Shortly before the First World War, Belfast was one of the most prosperous and vibrant cities in the world, boasting an impressive new City Hall and some of the largest industrial concerns of their kind. It was, nevertheless, divided politically by intransigent ideologies and socially between conspicuous wealth and degrading poverty. The unexpected outbreak of the war engendered a surprisingly united response to events in Europe, as all the parties regarded the conflict as an opportunity to fulfil their contending aspirations. The city's meritorious military contribution was, however, offset by the hardship caused by economic vulnerability and endemic social problems.
The sacrifice of 7,000 of Belfast's citizens was not rewarded in the post-war world with the realisation of dreams - instead they faced a failing economic climate. In addition to the depression of trade, the once-buoyant commercial environment was challenged by the emergence of a strident and demanding socialism.This examination of a vital period in Belfast's history takes its foundation primarily from the contemporary local press, and is considered from the perspective of both political traditions and all points of the compass.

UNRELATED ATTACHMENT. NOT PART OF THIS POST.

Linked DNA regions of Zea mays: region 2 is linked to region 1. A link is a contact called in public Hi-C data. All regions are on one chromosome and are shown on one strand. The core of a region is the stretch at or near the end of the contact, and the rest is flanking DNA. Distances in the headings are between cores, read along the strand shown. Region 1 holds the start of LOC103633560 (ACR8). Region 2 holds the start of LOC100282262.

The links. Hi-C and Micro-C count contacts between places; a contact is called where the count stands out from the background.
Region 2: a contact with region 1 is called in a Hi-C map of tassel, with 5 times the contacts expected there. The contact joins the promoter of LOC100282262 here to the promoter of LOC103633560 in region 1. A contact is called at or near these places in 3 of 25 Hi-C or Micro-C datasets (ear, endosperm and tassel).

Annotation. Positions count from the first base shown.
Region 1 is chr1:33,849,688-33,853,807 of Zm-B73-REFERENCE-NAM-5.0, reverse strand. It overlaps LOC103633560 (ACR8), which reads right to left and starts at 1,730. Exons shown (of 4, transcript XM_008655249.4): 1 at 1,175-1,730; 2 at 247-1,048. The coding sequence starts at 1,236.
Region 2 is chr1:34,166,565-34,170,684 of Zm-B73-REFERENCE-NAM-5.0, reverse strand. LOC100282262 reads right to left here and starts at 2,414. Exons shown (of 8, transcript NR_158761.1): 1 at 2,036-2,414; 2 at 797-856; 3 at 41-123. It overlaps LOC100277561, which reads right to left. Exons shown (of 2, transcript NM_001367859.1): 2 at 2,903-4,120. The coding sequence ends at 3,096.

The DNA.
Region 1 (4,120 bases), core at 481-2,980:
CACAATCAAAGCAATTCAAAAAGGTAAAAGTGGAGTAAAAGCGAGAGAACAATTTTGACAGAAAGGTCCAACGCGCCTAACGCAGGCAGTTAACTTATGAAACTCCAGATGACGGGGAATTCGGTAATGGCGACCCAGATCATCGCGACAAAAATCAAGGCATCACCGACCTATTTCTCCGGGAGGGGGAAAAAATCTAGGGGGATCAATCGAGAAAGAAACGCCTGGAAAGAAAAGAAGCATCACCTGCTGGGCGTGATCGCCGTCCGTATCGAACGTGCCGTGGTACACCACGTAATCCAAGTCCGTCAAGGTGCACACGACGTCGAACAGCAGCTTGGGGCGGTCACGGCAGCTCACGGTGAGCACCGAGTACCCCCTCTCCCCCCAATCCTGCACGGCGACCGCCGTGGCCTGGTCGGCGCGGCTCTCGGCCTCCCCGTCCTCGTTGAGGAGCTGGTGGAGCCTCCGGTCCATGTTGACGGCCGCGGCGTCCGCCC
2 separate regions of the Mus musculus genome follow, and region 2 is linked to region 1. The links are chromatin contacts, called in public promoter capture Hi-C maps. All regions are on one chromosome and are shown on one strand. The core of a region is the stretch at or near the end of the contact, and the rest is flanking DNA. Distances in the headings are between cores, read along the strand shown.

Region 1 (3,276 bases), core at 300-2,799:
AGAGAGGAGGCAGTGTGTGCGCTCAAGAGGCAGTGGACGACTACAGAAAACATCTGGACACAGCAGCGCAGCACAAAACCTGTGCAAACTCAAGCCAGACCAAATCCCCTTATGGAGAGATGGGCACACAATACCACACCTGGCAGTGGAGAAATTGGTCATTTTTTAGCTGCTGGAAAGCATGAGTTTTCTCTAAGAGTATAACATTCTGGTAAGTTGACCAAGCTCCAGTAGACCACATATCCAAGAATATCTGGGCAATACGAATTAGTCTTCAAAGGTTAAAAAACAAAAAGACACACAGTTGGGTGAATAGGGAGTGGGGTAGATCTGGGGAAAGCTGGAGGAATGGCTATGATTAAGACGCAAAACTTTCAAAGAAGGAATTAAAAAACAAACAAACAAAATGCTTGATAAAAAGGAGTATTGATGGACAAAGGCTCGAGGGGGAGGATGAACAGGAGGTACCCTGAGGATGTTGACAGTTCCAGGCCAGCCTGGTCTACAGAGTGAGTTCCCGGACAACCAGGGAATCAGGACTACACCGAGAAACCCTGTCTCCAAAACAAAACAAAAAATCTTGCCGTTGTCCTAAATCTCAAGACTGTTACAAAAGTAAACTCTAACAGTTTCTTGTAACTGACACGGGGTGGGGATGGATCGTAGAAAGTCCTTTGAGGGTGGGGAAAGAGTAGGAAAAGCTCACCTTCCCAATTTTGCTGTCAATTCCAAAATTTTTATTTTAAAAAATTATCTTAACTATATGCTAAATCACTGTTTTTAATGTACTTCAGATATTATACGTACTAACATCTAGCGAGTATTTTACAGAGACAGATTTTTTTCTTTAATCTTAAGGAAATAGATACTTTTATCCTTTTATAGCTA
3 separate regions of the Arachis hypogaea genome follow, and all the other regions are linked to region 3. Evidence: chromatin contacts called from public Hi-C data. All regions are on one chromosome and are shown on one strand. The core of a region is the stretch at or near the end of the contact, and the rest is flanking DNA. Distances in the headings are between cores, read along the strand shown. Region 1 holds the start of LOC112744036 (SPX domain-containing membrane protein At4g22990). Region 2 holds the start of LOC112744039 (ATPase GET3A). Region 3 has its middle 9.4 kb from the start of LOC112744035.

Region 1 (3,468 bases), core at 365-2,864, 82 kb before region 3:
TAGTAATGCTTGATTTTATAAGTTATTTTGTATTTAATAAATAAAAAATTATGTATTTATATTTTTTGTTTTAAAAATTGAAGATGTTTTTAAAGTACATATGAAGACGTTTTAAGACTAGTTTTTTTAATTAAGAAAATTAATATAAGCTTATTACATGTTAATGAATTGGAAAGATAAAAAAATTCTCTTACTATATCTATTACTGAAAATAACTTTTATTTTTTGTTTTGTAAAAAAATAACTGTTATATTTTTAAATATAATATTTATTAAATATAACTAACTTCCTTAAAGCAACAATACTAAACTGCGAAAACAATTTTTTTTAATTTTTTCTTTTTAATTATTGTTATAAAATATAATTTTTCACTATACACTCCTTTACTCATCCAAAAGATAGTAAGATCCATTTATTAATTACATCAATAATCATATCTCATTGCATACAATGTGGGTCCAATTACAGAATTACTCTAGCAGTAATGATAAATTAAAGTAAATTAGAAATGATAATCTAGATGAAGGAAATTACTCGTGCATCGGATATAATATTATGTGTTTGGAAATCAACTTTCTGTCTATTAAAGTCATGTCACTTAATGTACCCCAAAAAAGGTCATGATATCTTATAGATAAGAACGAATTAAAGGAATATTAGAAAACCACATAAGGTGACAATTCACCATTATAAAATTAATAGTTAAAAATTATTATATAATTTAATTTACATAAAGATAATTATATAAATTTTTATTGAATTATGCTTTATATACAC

Keith Haines has lived in Belfast for almost forty years and has been the Head of the History Department (1977-2000) and Archivist (2000-present) at Campbell College, the HMC school in the area. Keith was previously the Hon Sec of the East Belfast Historical Society for twelve years, and was on the Management Committee of the Federation for Ulster Local Studies Ltd (a publicly-funded `umbrella' organisation) for a decade. He edited Due North (the magazine of the Federation for Ulster Local Studies) for its first twelve issues, The Campbellian (the magazine of Campbell College) for seven years, and one edition of the journal of the East Belfast Historical Society.